Foodservice 301: Advanced Insights

At this level, operators can begin to maximize prices and profits because they've solidified their market position and gained customer loyalty and trust. Now, they are steering the competition and charging prices based on the value they deliver.


Strategy remains important for all levels of operations and advanced operators should be disciplined enough to continuously review their strategy to ensure it remains relevant, and review and tweak pricing and margin parameters based on competitive changes and consumer shopping behavior changes.

In the quest for continuous product improvement, advanced operators should always look for ways to improve products to deliver the best quality experience they can to the consumer.


Advanced operators are in the driver's seat when it comes to offering, pricing and margins, though clearly they have to be in line with the competition and relevant to shoppers' budgets. At this level, there is no reason to be the lowest retail price. Operators should extend their retail prices to the highest level possible before they see volume taper off, according to the experts.

This tactic also helps clearly identify how much customers are willing to pay for the offering. By maximizing profit dollars, advanced operators can put that money to good use to support promotions and other programs that create in-store excitement and build customer loyalty.

The focus is to set strategies to maximize profits and product mix. For example, how well are you bundling and selling something else with each cup of coffee a customer buys? How well does your menu and pricing appeal to a wider customer base so you continue to attract new shoppers?

Advanced operators should set more detailed item-level expectations and subcategory margin expectations. And keep in mind that as your quality and programs evolve, so do your costs, which have to be built into your pricing and margin strategy. You are likely using better and more expensive equipment, buying higher quality food products, paying more per labor hour to stay ahead of the competition — all of this should be calculated into your costs, prices and margins.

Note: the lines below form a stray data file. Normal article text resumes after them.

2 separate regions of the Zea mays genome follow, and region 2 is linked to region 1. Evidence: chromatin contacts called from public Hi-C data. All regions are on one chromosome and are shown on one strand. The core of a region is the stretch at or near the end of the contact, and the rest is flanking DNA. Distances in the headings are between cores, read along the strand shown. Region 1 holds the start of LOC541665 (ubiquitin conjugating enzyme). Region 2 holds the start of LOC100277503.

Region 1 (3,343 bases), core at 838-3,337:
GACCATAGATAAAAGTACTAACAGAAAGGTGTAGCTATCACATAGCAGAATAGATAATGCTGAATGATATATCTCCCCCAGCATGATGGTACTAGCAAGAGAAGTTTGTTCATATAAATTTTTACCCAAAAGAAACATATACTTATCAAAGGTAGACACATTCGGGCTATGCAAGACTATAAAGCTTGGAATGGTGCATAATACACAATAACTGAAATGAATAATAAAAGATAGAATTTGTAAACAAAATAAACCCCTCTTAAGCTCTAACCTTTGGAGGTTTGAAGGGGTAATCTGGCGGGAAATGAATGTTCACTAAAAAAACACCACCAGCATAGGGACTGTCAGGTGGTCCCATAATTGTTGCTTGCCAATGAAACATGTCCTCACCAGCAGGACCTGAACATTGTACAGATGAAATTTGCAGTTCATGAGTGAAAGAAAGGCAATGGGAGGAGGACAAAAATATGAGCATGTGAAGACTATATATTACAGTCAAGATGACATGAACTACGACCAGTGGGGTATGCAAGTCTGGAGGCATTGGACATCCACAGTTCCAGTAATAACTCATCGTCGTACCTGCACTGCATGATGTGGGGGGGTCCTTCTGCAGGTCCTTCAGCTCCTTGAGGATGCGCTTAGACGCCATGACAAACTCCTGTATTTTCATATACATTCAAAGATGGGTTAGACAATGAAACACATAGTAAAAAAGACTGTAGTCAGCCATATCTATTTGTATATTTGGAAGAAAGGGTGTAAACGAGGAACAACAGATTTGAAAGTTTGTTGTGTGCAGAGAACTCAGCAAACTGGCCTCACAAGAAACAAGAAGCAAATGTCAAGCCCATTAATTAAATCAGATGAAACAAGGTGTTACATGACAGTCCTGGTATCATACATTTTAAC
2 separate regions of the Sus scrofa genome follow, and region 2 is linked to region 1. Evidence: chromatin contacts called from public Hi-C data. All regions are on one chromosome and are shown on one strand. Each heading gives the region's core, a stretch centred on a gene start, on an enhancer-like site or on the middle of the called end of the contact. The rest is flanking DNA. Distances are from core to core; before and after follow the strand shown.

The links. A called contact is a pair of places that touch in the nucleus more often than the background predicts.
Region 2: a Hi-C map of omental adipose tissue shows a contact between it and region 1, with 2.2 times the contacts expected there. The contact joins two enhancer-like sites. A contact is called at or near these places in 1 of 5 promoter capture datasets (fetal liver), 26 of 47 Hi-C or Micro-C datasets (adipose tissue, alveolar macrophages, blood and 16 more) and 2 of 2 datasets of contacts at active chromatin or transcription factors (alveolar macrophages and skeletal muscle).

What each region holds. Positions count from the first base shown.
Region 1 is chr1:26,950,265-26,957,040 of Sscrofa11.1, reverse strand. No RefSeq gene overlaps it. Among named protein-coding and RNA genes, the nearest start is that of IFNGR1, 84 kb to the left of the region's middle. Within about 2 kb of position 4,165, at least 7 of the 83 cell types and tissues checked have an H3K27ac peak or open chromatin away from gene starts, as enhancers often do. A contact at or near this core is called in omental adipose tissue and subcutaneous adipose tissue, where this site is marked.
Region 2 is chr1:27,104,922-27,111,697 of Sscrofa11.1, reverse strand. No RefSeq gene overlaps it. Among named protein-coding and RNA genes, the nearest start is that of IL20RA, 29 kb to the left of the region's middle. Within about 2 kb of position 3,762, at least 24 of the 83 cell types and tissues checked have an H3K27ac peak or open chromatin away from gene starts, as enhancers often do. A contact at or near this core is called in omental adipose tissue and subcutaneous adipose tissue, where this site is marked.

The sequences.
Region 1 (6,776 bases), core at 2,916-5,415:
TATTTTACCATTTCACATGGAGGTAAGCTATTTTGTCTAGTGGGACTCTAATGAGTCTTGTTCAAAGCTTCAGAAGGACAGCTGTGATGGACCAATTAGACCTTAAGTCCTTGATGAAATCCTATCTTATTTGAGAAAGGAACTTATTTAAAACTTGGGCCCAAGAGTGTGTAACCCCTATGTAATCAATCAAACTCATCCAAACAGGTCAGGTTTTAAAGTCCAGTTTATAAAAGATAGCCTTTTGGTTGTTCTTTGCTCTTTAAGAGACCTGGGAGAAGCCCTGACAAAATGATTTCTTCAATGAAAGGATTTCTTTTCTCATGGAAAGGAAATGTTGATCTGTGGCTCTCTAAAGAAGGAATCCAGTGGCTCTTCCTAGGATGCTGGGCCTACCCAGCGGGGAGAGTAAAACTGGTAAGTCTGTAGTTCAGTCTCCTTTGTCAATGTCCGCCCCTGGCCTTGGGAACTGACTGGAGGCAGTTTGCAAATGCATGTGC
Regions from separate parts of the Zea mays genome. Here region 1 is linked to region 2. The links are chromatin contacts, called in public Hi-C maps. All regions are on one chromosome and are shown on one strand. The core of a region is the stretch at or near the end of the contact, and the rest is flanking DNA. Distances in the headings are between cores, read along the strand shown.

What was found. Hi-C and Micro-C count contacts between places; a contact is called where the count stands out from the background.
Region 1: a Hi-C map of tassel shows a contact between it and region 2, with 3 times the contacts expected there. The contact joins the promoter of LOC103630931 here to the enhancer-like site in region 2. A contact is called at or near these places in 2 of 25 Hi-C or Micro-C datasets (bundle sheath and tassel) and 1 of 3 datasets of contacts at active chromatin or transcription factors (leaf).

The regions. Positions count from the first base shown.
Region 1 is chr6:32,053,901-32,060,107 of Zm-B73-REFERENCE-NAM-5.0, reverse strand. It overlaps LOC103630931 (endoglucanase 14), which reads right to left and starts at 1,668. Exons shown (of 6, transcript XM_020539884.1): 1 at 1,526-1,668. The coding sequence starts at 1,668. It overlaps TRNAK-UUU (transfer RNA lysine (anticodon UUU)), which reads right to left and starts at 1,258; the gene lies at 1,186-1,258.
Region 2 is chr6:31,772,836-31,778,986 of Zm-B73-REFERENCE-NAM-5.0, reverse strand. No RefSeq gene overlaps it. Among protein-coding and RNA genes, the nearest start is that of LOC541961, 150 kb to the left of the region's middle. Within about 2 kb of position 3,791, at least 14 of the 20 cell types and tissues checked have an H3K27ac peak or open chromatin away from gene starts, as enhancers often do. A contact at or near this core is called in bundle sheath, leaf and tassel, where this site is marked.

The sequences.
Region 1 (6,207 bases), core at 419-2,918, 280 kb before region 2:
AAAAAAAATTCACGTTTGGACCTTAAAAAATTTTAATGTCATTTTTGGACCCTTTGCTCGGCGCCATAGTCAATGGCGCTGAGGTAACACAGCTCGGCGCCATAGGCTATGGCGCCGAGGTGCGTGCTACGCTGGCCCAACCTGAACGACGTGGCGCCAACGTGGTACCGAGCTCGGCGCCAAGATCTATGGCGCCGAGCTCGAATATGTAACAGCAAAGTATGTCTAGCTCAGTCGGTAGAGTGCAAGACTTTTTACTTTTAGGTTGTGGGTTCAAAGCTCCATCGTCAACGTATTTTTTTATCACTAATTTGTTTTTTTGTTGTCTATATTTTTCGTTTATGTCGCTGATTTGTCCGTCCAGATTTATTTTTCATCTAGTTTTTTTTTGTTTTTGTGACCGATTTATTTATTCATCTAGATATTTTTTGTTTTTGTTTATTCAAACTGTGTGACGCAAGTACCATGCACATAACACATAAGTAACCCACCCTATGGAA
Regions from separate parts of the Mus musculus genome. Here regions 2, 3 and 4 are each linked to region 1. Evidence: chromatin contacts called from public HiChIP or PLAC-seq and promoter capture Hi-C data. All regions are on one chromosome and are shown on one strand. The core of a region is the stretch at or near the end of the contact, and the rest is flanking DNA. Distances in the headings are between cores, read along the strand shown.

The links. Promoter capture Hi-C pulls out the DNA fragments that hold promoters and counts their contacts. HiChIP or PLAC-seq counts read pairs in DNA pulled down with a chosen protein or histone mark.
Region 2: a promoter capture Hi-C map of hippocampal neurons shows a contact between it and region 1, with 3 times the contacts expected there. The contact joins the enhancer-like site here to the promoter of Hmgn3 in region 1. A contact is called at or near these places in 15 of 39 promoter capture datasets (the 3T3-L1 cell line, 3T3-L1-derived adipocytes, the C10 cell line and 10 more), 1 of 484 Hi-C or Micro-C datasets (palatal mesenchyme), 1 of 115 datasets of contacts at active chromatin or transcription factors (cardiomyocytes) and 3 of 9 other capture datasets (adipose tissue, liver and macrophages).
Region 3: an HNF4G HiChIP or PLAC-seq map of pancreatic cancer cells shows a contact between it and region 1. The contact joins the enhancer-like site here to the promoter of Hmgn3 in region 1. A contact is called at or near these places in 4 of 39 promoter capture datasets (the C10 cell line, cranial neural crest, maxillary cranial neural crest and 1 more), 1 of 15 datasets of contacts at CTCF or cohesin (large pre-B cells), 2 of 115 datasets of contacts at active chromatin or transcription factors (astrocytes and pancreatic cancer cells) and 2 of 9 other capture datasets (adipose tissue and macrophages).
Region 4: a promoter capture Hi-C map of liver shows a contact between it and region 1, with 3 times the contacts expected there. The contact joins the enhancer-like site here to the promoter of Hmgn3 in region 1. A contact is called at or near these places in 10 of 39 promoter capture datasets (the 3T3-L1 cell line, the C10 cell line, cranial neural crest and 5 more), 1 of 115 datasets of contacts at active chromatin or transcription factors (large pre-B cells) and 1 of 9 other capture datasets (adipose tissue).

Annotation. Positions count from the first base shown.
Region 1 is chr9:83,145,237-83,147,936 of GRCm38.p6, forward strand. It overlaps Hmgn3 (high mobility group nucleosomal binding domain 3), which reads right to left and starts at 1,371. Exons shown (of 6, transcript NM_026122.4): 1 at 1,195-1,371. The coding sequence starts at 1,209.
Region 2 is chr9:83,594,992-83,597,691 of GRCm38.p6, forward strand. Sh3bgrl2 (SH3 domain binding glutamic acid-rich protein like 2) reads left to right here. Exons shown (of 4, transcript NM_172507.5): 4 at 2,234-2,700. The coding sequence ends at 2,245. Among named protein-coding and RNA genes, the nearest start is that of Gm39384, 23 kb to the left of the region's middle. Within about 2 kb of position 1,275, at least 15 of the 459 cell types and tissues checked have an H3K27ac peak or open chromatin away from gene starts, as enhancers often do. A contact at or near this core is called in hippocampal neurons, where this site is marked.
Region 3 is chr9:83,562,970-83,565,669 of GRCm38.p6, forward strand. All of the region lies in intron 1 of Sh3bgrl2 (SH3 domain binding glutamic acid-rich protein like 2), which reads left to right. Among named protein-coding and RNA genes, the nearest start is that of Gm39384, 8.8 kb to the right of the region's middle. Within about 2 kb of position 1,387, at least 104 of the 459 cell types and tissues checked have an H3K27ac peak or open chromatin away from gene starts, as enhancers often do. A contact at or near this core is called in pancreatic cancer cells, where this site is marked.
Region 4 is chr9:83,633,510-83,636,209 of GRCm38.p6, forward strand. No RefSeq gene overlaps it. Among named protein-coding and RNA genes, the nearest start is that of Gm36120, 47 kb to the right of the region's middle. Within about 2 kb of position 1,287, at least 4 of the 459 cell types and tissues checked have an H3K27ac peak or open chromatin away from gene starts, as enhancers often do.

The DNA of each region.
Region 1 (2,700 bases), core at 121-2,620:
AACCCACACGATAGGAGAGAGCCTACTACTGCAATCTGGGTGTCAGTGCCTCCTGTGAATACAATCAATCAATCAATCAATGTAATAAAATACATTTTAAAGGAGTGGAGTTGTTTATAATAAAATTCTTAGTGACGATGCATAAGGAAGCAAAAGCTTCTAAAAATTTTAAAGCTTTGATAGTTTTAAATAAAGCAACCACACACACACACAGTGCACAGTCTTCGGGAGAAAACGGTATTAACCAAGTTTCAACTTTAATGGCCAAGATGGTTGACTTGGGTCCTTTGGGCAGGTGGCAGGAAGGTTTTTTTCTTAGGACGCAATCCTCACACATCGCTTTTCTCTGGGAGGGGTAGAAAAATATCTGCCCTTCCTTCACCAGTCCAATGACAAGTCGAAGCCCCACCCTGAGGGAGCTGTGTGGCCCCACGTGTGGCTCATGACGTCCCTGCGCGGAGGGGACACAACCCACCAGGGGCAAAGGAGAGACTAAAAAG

Proficient operators should also target dayparts, particularly focusing on building the dinner/evening daypart, with loyalty programs and promotions to drive customer purchase frequency. Advanced operators also provide menu options that satisfy all price points, but fewer options at the lower end of the price scale, which is not the core customer. The core customer is focused on high-quality food offered in a convenient format, for which they are willing to pay a premium.


Savvy operators use multiple methods of promoting their foodservice programs for maximum impact, including coupons, LTOs, bundling, buy-one-get-ones, etc., and advertise and promote themselves in multiple venues — on the Internet, smartphones, billboards, radio, television and social media. They are everywhere customers are.

They don't focus on price promotions as much as value and branding, and they are also masters at upselling customers to more premium offers. The higher retails they command help these operators invest more in marketing and promotions so they can play on a larger competitive platform against restaurants of all types and sizes.

"The key to fighting competitive pricing is to ensure you have your own strategy."

— Paul Pierce (7-Eleven Inc., formerly)


  • Continuously review strategy to ensure it remains market relevant, and tweak pricing and margin parameters based
  • on competitive and consumer changes. Always look for ways to
  • mprove products to deliver a better quality experience to the consumer.
  • Extend retail prices to the highest level possible
  • before volume tapers off. Set more detailed item-level and subcategory margin expectations.

Use extra profits for marketing and promotions to keep the brand and quality front and center.

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